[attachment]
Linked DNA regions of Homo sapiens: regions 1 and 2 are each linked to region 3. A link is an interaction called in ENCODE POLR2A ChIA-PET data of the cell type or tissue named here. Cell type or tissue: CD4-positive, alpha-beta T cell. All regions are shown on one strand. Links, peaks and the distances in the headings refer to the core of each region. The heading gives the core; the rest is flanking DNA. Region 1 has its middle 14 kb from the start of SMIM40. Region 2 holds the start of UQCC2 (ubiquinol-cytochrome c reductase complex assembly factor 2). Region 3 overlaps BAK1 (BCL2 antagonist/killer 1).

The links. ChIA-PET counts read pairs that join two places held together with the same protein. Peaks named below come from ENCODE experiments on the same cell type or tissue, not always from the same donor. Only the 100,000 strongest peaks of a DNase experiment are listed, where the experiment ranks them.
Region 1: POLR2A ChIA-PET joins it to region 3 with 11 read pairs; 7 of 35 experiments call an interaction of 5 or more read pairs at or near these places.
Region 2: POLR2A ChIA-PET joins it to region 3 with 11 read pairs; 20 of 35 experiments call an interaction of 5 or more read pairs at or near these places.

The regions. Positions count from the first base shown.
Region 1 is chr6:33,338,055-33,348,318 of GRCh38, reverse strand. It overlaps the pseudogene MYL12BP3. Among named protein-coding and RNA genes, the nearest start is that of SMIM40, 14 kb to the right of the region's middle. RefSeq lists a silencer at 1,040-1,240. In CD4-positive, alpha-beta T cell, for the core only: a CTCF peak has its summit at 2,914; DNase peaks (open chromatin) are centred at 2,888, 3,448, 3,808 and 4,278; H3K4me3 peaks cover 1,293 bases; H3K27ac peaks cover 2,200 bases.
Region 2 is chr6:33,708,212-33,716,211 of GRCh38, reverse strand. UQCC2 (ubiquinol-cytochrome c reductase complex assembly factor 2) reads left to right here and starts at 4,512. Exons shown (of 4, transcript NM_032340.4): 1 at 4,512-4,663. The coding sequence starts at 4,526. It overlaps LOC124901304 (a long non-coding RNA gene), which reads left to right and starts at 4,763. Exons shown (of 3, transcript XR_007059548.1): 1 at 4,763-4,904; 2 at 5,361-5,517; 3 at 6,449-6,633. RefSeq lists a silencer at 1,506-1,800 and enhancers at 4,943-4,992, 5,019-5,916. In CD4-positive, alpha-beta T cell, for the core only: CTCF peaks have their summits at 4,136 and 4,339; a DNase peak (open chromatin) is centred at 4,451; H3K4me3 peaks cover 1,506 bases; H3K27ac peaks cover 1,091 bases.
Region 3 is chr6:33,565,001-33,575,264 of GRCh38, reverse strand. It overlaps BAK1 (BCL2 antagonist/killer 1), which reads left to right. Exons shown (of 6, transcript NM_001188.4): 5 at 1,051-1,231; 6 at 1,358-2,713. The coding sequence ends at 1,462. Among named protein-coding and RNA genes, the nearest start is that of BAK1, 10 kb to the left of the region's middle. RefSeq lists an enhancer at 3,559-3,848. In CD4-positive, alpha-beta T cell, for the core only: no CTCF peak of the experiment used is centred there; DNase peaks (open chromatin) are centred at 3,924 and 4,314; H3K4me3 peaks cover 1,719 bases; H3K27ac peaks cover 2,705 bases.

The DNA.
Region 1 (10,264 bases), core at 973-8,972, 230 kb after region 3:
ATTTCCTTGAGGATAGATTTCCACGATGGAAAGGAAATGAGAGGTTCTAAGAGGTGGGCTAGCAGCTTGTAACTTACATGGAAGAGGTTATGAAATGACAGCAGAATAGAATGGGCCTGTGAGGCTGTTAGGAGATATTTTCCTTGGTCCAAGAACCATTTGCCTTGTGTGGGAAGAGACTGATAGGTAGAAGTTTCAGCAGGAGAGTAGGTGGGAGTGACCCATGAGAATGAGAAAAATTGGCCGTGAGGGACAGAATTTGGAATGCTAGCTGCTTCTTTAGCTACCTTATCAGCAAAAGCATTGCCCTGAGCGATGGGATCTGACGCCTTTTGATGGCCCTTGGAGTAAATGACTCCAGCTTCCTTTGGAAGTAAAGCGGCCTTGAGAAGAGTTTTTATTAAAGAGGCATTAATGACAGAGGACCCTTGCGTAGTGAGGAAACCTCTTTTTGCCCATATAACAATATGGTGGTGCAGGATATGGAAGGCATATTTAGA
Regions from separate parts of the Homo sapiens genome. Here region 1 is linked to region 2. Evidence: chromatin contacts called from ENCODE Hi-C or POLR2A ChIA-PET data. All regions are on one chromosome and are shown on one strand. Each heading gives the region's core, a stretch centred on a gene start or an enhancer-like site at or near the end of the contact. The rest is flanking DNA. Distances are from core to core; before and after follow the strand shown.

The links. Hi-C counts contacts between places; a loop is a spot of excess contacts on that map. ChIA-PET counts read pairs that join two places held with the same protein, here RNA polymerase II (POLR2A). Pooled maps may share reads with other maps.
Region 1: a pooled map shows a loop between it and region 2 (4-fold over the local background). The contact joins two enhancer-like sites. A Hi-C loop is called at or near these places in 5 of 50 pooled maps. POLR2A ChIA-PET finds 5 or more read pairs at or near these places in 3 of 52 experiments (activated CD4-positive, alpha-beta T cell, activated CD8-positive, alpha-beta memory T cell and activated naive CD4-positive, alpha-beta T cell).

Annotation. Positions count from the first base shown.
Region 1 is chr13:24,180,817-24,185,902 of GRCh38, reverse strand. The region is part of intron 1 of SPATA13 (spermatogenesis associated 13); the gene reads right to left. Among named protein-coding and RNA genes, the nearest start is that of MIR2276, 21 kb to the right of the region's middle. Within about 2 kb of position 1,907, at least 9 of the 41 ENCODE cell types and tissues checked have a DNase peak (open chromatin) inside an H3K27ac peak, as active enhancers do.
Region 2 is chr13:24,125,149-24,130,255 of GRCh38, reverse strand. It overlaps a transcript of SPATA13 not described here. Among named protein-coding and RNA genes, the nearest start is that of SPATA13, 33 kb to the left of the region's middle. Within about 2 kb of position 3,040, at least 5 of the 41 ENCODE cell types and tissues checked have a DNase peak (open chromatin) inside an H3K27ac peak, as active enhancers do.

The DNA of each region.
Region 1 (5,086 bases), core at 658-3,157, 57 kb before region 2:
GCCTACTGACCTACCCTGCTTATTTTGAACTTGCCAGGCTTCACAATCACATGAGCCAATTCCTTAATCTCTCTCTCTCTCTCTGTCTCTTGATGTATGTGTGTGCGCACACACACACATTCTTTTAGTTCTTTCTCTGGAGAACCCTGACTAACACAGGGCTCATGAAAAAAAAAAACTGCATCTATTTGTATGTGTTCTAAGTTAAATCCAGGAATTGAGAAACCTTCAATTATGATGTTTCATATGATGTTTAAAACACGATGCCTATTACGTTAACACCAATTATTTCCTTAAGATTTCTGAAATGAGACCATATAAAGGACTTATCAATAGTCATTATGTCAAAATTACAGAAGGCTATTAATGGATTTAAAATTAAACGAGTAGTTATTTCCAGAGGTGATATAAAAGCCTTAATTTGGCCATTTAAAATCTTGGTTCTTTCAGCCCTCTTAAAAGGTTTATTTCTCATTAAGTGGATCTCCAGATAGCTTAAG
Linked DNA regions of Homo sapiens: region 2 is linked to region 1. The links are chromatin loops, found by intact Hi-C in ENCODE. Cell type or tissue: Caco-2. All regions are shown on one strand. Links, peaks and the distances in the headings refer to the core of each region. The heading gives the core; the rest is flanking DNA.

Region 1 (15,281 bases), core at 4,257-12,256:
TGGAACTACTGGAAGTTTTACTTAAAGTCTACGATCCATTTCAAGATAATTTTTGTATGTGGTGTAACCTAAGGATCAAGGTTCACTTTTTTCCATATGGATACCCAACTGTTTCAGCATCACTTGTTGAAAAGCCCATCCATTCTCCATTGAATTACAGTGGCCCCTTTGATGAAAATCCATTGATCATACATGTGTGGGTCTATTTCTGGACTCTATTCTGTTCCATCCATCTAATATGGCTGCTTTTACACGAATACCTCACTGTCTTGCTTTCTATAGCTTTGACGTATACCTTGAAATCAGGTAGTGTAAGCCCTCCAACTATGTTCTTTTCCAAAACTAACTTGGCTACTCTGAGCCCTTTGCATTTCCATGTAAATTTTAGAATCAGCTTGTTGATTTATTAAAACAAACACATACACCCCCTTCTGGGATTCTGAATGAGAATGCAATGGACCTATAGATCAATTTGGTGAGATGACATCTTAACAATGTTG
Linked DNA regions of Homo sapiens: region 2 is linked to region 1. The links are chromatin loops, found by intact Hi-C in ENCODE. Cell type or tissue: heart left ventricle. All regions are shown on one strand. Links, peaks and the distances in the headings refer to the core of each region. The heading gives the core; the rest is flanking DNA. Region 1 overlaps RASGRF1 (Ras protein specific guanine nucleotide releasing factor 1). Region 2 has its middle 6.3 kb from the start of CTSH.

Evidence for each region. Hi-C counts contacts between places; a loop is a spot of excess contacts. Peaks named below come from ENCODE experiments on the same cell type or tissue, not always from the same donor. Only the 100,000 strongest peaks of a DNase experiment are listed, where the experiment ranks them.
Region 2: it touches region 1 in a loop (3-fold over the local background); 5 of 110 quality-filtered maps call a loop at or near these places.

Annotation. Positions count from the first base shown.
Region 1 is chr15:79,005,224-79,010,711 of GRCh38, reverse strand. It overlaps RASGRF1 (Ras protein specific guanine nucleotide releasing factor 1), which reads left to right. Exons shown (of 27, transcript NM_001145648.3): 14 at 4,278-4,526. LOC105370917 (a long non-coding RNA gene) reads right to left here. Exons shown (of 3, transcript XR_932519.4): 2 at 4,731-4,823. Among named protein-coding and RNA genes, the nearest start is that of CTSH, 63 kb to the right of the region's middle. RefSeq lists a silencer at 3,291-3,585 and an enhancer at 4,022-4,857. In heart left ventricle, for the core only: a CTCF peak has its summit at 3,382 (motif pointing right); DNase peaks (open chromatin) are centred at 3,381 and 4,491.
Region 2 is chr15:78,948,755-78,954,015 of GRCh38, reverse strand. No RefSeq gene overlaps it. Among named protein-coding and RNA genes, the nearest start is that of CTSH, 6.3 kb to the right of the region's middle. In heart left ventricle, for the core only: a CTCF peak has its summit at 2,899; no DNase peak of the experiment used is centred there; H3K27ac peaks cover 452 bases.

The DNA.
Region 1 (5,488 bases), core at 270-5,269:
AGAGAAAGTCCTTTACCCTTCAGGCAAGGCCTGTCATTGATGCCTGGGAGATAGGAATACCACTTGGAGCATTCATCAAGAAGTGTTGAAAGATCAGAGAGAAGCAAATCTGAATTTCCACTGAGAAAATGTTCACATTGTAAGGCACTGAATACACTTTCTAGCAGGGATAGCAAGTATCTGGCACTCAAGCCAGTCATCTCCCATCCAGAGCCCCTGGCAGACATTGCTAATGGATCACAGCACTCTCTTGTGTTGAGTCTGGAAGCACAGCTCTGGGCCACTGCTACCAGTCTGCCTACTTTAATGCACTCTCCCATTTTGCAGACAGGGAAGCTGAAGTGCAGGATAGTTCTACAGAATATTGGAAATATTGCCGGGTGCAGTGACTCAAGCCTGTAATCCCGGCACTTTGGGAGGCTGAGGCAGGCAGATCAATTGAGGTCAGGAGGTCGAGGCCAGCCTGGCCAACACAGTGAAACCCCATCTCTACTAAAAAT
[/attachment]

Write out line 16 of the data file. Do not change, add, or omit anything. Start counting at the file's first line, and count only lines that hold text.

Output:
Region 1 is chr13:24,180,817-24,185,902 of GRCh38, reverse strand. The region is part of intron 1 of SPATA13 (spermatogenesis associated 13); the gene reads right to left. Among named protein-coding and RNA genes, the nearest start is that of MIR2276, 21 kb to the right of the region's middle. Within about 2 kb of position 1,907, at least 9 of the 41 ENCODE cell types and tissues checked have a DNase peak (open chromatin) inside an H3K27ac peak, as active enhancers do.